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Edmunds: The top five EV startups you need to know about

Shopping for a new electric vehicle can seem a bit like the Wild West.
This photo provided by Rivian shows the R1T, one of the first electric pickup trucks to hit the U.S. market. (Rex Tokeshi-Torres/Rivian/Edmunds via AP)

Shopping for a new electric vehicle can seem a bit like the Wild West. While most people are familiar with Tesla and established automakers, they’re less likely to know much about all-new companies looking to replicate the success of Tesla and take a share of the quickly growing market. From a consumer perspective, buying a vehicle from a startup company presents some advantages and possible drawbacks.

Because these companies aren’t tied to traditional automaking, their vehicles often boast innovative features and standout designs. However, a shopper might hesitate to buy a vehicle from a brand with a limited track record of reliability. A lack of nationwide service support might be another issue. With that, Edmunds highlights five EV startups for shoppers willing to take the plunge.


This adventure-bound, U.S.-based EV startup was founded in 2009 by RJ Scaringe, the company’s CEO. Rivian operated secretly for several years until 2018 when the electric R1T truck and R1S SUV were revealed at the Los Angeles Auto Show. Rivian started delivering the R1T to customers in the fall of 2021 and the R1S SUV last year. It also manufactures electric delivery vans for Amazon, one of its largest investors. Last year, the company delivered a little over 20,000 vehicles and plans to increase that to 50,000 this year.

The R1T was the first all-electric truck to hit the market, and the company followed that up with the R1S three-row electric SUV. Both models are highly rated by Edmunds because of their innovative storage space and robust performance.

Starting price: $74,800 for R1T; $79,800 for R1S


Lucid was founded in 2007 under its former name Atieva. The company initially produced electric powertrains for other EV manufacturers. When it rebranded to Lucid Motors in 2016, this U.S.-based startup started to develop the Air, an electric luxury sedan. Deliveries started at the end of 2021. Lucid produced over 7,000 Air models in 2022 and plans to manufacture more than 10,000 by the end of the year.

The company sells five versions of the Air, with price tags mostly topping the six-figure mark. The Grand Touring model’s 516-mile EPA-estimated driving range is the longest of any EV, and the top-spec 1,200-horsepower Sapphire model is one of the most powerful production vehicles in the world.

Starting price for Air: $89,050


Fisker Inc. was started in 2016 by automotive designer Henrik Fisker, who formerly ran the now-defunct Fisker Automotive. The company’s first EV, the Ocean small SUV, was revealed in the fall of 2021. Fisker plans to begin delivering the Ocean to U.S. customers in the summer and intends to produce over 30,000 vehicles this year. Unlike most EV startups that manufacture their vehicles in a company-built factory, the Ocean is being built in Austria by Magna Steyr, a vehicle contract manufacturer.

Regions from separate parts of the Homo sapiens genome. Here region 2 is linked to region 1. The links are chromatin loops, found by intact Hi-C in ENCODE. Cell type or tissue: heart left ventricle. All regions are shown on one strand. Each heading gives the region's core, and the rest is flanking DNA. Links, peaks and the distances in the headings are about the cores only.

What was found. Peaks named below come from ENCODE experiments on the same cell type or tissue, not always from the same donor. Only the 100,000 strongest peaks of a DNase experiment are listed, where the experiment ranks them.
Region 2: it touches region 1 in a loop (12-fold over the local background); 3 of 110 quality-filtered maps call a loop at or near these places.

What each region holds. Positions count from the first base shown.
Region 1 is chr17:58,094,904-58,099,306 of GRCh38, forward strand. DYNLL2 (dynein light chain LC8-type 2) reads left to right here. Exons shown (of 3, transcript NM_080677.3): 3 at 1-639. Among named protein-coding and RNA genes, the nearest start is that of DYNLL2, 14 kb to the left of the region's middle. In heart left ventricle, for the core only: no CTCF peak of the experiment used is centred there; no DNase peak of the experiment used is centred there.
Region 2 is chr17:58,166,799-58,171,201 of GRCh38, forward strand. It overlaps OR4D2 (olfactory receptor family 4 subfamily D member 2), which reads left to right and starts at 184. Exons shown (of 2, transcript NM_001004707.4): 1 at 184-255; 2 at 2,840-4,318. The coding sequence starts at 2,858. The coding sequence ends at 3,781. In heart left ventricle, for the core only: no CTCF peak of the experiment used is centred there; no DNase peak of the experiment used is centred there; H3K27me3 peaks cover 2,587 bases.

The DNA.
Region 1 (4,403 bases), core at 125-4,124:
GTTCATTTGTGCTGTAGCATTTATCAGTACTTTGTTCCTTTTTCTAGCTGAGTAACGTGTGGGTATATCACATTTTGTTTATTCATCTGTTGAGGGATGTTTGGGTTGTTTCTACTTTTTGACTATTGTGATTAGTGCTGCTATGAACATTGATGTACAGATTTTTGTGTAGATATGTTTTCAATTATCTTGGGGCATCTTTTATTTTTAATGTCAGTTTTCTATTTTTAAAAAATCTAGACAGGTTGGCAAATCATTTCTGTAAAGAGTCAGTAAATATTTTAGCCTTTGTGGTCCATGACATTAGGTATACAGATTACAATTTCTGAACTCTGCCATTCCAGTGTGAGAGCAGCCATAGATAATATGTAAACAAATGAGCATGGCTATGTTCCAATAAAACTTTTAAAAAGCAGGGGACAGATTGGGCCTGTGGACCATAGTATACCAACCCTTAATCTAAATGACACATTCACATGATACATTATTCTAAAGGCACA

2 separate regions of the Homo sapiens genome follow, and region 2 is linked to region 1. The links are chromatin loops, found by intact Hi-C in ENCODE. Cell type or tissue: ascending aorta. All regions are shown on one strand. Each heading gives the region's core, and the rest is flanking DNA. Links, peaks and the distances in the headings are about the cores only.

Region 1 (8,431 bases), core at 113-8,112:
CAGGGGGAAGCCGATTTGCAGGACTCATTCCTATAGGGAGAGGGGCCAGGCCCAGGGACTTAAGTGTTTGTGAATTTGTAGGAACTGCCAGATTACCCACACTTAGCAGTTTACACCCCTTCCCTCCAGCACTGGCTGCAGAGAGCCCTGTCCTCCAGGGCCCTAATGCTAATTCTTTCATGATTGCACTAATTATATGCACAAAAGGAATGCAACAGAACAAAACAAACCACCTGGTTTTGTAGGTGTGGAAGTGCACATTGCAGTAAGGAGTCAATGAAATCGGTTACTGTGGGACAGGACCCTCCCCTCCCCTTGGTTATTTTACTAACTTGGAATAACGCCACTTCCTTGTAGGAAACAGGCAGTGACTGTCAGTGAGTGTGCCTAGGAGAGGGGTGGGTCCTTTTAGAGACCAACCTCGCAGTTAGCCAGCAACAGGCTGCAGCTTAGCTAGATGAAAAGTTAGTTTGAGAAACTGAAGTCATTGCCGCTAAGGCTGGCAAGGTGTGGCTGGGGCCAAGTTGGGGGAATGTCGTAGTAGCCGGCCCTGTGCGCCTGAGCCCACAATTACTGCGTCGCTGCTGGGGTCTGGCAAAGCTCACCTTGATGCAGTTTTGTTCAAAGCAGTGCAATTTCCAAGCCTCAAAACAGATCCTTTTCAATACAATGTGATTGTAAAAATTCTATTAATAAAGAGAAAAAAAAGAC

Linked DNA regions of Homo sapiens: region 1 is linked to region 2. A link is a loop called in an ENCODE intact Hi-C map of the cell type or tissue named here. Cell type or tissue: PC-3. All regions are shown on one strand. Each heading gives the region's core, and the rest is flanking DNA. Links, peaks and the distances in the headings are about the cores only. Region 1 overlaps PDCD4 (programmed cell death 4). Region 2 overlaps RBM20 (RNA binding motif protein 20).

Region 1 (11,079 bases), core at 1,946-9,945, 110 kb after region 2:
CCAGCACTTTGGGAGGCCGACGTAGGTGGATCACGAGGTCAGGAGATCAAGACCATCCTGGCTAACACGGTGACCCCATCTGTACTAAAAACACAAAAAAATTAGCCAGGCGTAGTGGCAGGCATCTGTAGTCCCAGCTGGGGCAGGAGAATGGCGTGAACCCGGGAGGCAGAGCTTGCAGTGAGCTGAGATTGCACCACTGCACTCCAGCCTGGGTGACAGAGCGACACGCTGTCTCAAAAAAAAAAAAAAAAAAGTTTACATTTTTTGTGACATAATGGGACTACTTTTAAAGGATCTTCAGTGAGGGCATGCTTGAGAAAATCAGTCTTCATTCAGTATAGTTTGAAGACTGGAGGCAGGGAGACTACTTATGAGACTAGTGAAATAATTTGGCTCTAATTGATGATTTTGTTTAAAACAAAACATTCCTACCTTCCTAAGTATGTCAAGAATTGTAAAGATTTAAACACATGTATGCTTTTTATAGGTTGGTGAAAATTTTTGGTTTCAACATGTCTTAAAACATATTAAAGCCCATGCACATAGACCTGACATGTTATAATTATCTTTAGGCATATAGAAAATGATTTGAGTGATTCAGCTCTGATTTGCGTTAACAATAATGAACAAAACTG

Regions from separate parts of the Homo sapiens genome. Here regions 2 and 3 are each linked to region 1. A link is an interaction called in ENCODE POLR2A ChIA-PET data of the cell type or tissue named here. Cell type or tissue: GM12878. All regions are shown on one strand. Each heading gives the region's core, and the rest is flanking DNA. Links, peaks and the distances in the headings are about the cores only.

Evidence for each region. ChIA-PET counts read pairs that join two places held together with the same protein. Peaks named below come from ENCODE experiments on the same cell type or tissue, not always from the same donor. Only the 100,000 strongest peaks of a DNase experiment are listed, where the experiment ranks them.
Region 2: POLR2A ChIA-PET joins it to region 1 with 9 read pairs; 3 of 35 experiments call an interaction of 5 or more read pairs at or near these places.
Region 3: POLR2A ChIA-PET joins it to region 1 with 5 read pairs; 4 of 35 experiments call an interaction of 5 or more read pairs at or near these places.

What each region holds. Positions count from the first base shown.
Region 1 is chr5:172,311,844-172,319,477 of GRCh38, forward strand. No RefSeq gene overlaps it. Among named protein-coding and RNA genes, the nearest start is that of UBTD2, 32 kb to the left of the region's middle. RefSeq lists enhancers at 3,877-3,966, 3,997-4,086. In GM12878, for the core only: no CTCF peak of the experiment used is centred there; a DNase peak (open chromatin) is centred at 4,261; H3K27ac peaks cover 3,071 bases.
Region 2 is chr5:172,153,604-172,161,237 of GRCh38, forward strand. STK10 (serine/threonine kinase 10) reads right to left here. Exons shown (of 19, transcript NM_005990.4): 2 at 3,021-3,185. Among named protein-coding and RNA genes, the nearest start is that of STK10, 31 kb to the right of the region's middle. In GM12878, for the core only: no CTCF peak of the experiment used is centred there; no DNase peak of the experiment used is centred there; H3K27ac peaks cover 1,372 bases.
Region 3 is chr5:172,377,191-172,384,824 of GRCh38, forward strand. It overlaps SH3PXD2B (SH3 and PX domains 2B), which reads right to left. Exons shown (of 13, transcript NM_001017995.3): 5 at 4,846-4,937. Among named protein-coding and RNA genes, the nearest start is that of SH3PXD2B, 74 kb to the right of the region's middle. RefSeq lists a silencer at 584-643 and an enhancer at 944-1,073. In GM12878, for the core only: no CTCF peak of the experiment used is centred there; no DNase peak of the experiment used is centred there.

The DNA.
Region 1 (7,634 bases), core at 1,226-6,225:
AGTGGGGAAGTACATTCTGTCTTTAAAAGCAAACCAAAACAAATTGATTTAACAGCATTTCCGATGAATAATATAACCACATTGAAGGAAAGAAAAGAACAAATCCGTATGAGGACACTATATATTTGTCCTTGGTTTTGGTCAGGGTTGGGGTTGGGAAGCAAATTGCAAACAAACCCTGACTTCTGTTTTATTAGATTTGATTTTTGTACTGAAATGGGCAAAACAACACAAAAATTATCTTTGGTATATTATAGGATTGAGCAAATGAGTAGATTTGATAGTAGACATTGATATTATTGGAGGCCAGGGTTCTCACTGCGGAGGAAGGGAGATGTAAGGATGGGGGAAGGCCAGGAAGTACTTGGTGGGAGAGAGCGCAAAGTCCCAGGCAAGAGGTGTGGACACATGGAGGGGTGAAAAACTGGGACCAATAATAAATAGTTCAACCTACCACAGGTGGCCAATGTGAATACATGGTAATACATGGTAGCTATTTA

The Ocean will initially be available in four models and is projected to have a driving range of up to 350 miles. An available solar panel roof and rotating center touchscreen are the Ocean’s more interesting features.

Starting price for Ocean: $37,499


Before the Sweden-based EV startup was founded as a stand-alone company by Volvo in 2017, Polestar was known for developing performance versions of Volvo cars. The Polestar 1, a 619-horsepower plug-in hybrid coupe, was the brand’s first vehicle, but production was limited to only 1,500 models. The company’s first all-electric vehicle, the Polestar 2 sedan, launched for the 2021 model year. Over 50,000 were sold globally last year and the startup is aiming for 80,000 this year. Polestar recently unveiled its first electric SUV, the Polestar 3, which will go on sale next year. The Polestar 4, a performance electric SUV, will follow.

Starting price for Polestar 2: $49,800


Many haven’t heard of VinFast, but the company began delivering its VF 8 City Edition SUV to U.S. customers this year and plans to deliver an improved version of the VF 8 this summer. Part of a large Vietnamese corporate conglomerate, VinFast initially got its start with gasoline-powered vehicles. For the U.S., the company will have an all-electric SUV lineup that includes the VF 6, VF 7 and VF 9.

When Edmunds recently drove the VF 8 City Edition, it found the vehicle lacked the refinement expected from a modern EV. But VinFast is taking the U.S. market seriously by offering a long warranty and starting a manufacturing facility in North Carolina starting this year.

Starting price for VF 8: $50,200


With a possible recession looming and potential future EV battery supply chain shortages, these EV startups aren’t out of the woods yet. But their ability to develop and produce EVs as fledgling startups shows they are competent enough for continued success.


This story was provided to The Associated Press by the automotive website Edmunds.

Michael Cantu is a contributor at Edmunds and is on Instagram.

Michael Cantu, The Associated Press